In the recent English Supreme Court decision, Marks and Spencer plc v BNP Paribas Securities Services Trust Company (Jersey) Limited and another [2015] UKSC 72 (the M&S Judgment), the Supreme Court clarified the law in relation to  when a term may be implied into a contract. Although, not strictly binding in Hong Kong, it will be highly persuasive and has in fact already been applied in a Hong Kong Lands Tribunal case.

The facts

Marks and Spencer (“M&S”) had rented premises and the lease required them to pay rent to the landlords on a quarterly basis, in advance. The lease contained a break clause, providing that the tenant could terminate the lease as long as there were no rent arrears on the break date. M&S exercised its right under the break clause to terminate the lease and paid the full quarter's rent due immediately before the break date. The issue in dispute was whether M&S was entitled to recover from the landlords the portion of prepaid rent for the period after the break date up until the next quarter date. There was no express term to that effect in the lease and the question was, therefore, whether such term should be implied. The High Court held that it should and found in favour of M&S. The Court of Appeal held that it should not and overturned the High Court’s decision. The Supreme Court agreed with the Court of Appeal, ruling unanimously in favour of the landlords. 

The established law on implied terms

In the M&S Judgment, Lord Neuberger referred to the numerous judicial observations made in 19th and 20th century cases about the nature of the requirements which must be satisfied before a term can be implied into a contract, namely :-

  • the parties’ intention must be taken into account when implying a term into the contract;
  • a term can only be implied if it is necessary to give business efficacy to the contract;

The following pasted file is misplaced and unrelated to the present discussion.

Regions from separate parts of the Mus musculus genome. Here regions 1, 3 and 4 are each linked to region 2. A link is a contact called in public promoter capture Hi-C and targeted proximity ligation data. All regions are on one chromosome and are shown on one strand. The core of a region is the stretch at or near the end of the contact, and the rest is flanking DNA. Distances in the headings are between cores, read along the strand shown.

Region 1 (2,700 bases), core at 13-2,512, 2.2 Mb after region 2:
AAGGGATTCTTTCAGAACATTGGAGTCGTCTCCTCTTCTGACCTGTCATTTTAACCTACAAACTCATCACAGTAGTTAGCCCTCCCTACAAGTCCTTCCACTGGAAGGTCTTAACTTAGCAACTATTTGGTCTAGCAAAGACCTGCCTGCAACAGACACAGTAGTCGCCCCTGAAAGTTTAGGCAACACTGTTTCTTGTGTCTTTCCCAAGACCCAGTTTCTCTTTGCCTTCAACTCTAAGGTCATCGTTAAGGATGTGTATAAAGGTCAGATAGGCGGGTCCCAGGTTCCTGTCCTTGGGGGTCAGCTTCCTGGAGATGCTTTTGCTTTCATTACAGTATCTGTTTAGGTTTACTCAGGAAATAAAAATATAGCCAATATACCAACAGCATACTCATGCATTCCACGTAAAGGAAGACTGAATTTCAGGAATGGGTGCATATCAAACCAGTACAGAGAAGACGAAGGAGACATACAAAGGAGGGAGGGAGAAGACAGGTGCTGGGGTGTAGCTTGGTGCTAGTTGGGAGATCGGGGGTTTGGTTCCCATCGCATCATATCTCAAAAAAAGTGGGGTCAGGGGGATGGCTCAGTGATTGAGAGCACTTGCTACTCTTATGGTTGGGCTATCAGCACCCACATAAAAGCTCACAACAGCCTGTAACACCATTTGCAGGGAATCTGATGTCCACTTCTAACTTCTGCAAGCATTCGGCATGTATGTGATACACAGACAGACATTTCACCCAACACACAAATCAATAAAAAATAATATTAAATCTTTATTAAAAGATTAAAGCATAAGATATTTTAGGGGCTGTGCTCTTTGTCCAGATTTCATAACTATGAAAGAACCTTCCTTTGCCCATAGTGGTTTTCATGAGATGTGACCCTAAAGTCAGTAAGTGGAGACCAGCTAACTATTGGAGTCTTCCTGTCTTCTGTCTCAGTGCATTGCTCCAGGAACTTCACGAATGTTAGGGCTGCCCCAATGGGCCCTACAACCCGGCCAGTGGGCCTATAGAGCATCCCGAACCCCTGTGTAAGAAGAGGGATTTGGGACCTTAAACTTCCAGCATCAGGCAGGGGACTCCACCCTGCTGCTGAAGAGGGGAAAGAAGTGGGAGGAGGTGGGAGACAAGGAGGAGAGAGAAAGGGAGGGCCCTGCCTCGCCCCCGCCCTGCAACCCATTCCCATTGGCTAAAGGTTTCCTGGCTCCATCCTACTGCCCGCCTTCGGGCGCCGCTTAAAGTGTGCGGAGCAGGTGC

• a term will only be implied if it is so obvious that it goes without saying.

Lord Neuberger cited the case of BP Refinery (Westernport) Pty Ltd v President, Councillors and Ratepayers of the Shire of Hastings (1977) 52 ALJR 20, in which the Privy Council provided a summary of the key elements to be considered when deciding whether to imply a term into a contract: -

  1. it must be reasonable and equitable;
  2. it must be necessary to give business efficacy to the contract;
  3. it must be so obvious that “it goes without saying”;
  4. it must be capable of clear expression;
  5. it must not contradict any express term of the contract.

Lord Neuberger also referred to the more recent case of Philips Electronique Grand Public SA v British Sky Broadcasting Ltd [1995] EMLR 472, in which the court expressed reservations about implying a term when there is a lengthy and carefully drafted contract.

Six additional comments

While affirming the above general principles established by previous case law, Lord Neuberger made six additional comments about implied terms, which paint a clearer picture of the legal principles in this area:-

  1. The implication of a term was not critically dependent on proof of an actual intention of the parties when negotiating the contract.
  2. A term should not be implied into a detailed commercial contract merely because it appears fair or merely because one considers that the parties would have agreed it if it had been suggested to them.
  3. A requirement that a term is reasonable and equitable will usually, if ever, add anything: if a term satisfies the other requirements, it is hard to think that it would not be reasonable and equitable.
  4. Business necessity and obviousness are alternative requirements and only one of them need be satisfied.
  5. If one approaches the issue by reference to the officious bystander, it is vital to formulate the question to be posed by him with the utmost care.